World’s Largest Steam Locomotive To Depart From Cheyenne For 150th Anniversary Of Transcontinental Railroad
Two historic steam locomotives, Big Boy No. 4014 and Living Legend No. 844, will depart Cheyenne soon for a recreation of the iconic photo taken May 10, 1869, when the last spike was tapped into place at Promontory Summit, Utah, creating America’s first transcontinental railroad.
The iconic steam locomotives will join together in a public display for the first time May 9in Ogden, Utah, during Union Pacific’s celebratory event marking the transcontinental railroad’s 150th anniversary. The original Union Pacific tracks near Promontory Summit were removed to support scrap metal projects during World War II.
“Completing the transcontinental railroad was a major feat that united America and laid the foundation for the country’s growth, economic progress, and improved the way of life,” said Scott Moore, Union Pacific senior vice president of corporate relations, in a press release. “The restored steam engines are rolling pieces of history that take us back in time as we celebrate this momentous anniversary. We’re excited to share No. 844 and No. 4014 with our communities, and invite generations to join us along the tour.”
According to Union Pacific’s website, Steam Locomotive No. 844 is the last steam locomotive built for Union Pacific Railroad, delivered in 1944. A high-speed passenger engine, it pulled such widely known trains as the Overland Limited, Los Angeles Limited, Portland Rose and Challenger.
No. 844 will leave Cheyenne Saturday, April 27, and make several brief whistle-stops in communities along its route, arriving in Ogden, Utah, on April 28. Hailed as Union Pacific’s “Living Legend,” the engine is widely known among railroad enthusiasts for its excursion runs, especially over Union Pacific’s fabled crossing of Sherman Hill between Cheyenne and Laramie. The Living Legend will be on display at Ogden Union Station through May 11.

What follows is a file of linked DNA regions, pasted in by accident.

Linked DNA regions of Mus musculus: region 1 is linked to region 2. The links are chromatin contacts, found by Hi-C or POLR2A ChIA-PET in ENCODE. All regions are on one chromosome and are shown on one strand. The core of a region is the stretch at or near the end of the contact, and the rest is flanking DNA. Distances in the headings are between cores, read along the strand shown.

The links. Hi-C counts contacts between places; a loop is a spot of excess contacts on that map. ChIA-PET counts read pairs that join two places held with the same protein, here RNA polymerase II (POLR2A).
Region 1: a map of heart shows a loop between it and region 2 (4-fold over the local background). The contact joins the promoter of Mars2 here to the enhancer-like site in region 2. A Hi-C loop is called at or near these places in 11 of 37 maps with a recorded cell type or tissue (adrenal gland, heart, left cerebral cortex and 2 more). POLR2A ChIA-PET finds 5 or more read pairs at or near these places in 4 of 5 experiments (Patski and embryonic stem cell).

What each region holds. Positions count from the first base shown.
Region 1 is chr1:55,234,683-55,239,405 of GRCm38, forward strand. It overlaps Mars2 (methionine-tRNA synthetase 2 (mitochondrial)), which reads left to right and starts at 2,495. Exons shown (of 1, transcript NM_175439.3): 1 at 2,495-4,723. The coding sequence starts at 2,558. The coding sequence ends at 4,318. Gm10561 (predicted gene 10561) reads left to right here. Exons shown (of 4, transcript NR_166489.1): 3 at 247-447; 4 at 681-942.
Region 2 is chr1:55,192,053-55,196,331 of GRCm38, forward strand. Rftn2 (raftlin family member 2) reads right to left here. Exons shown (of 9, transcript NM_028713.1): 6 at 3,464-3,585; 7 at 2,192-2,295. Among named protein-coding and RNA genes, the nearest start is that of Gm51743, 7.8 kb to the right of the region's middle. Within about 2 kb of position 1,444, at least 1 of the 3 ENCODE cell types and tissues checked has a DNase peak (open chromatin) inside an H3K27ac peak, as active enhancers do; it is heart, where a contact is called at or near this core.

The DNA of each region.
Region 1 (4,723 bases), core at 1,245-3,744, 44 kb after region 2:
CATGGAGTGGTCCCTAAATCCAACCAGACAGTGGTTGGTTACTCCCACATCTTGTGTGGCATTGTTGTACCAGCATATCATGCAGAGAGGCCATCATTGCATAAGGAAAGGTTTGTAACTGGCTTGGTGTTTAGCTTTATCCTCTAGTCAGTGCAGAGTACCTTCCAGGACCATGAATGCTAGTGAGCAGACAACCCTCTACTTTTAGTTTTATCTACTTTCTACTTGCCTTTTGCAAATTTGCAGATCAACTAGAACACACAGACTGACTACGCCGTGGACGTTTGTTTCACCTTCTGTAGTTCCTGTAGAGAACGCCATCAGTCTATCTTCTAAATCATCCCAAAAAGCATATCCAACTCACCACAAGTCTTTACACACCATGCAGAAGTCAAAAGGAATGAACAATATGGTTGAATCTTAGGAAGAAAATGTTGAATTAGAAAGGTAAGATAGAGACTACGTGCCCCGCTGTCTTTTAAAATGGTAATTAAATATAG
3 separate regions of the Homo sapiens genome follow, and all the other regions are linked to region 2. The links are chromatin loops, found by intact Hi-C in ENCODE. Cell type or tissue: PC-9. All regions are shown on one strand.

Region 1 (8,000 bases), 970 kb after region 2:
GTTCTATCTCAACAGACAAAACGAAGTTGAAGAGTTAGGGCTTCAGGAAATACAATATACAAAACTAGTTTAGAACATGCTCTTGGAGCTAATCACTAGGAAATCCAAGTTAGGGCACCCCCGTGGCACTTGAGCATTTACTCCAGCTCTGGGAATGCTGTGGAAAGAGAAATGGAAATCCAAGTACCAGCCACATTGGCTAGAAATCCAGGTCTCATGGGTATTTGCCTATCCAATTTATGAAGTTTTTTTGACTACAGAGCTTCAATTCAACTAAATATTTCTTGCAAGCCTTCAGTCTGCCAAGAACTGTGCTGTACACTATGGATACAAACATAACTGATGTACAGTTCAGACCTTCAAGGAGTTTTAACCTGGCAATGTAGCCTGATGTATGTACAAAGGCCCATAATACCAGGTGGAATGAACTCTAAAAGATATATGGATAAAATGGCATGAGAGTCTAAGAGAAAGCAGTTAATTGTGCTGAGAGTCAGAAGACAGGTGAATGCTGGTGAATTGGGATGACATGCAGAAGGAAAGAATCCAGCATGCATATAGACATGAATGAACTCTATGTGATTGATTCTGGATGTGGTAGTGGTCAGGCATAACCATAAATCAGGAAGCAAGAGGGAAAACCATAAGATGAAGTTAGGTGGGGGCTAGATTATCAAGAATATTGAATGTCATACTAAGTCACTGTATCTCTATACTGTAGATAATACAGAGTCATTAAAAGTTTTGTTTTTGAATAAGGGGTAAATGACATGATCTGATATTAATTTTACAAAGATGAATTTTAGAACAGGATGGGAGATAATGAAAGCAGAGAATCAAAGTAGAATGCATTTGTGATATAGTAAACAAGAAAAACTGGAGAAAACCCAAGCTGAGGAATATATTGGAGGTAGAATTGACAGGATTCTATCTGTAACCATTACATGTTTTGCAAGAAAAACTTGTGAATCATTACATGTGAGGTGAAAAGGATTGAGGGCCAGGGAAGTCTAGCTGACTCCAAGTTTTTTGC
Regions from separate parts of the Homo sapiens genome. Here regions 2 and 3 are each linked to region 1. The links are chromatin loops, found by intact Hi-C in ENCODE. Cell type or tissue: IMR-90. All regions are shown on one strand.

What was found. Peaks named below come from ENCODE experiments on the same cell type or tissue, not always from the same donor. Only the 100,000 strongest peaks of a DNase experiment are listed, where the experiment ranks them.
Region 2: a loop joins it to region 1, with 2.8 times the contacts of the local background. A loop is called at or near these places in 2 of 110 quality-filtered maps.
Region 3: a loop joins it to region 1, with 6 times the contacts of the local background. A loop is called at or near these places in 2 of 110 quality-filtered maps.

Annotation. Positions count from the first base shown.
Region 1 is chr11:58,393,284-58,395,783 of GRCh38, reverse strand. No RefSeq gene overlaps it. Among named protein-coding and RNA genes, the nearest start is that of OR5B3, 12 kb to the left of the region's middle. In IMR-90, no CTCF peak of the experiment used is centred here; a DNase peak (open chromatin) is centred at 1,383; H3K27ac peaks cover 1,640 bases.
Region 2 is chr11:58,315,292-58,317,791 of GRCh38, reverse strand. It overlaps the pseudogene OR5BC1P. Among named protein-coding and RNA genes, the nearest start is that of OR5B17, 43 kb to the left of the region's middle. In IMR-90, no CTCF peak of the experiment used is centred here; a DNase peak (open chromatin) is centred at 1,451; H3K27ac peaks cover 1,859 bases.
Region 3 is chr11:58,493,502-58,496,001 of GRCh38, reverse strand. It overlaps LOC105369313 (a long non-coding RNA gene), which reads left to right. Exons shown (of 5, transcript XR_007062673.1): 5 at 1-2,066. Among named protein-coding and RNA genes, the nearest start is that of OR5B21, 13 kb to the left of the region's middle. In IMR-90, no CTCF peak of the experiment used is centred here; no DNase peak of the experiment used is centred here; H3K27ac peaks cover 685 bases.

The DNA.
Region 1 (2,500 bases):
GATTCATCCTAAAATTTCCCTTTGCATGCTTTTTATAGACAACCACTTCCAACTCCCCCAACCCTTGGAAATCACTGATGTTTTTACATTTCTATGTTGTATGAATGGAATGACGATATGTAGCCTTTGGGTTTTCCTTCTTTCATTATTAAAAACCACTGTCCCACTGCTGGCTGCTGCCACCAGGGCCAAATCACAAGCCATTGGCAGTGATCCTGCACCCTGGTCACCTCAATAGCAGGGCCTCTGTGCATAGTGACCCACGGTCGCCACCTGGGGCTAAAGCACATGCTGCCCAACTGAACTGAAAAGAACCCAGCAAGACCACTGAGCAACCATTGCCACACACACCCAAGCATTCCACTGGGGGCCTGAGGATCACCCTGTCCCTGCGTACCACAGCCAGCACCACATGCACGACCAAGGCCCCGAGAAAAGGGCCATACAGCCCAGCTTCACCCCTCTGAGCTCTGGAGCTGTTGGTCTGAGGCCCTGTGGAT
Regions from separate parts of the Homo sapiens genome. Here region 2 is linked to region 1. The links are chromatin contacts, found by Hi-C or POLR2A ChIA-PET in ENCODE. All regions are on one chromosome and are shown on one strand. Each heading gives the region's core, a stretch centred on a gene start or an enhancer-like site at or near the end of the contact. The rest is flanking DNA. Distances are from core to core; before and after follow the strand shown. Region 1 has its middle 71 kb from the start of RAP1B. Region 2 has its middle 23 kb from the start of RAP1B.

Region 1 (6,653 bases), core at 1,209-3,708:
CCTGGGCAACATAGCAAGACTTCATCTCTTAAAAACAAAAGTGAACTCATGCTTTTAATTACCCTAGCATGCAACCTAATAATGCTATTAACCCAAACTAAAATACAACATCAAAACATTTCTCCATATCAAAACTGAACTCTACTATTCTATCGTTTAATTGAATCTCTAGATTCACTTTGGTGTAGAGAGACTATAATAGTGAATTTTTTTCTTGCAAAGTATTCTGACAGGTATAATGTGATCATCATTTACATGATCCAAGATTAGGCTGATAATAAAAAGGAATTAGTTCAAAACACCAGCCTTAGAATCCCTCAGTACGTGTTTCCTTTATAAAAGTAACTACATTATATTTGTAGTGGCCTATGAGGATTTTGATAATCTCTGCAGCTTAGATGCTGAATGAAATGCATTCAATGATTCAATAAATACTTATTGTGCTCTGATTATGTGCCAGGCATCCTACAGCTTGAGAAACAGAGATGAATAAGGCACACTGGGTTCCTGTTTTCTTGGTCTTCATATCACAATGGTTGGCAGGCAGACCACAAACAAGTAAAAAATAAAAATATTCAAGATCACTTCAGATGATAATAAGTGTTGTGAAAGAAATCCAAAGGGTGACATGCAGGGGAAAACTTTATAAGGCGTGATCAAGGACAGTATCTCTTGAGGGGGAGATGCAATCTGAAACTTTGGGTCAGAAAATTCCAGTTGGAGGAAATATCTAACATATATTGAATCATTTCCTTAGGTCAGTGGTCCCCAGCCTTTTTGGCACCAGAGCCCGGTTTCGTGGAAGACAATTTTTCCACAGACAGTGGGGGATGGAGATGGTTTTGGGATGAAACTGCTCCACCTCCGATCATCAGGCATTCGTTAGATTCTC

Twenty-five Big Boy locomotives were built exclusively for Union Pacific Railroad, the first of which was delivered in 1941. The locomotives were 132-feet long and weighed 1.2 million pounds. Because of their great length, the frames of the Big Boys were “hinged,” or articulated, to allow them to negotiate curves. They are the largest steam locomotives ever made.
The Big Boy’s return follows more than two years of restoration. Of the eight still in existence, No. 4014 is the world’s only operating Big Boy locomotive. It will leave Cheyenne May4 following a 9:30 a.m. christening ceremony at the historic Cheyenne Depot.
A comprehensive tour schedule, including GPS location tracking information is available at https://www.up.com/heritage/steam/. Due to the dynamic nature of these operations, running times and scheduled stops are subject to change.
The 150th anniversary celebration will continue throughout the year as No. 4014 visits many states across the Union Pacific system.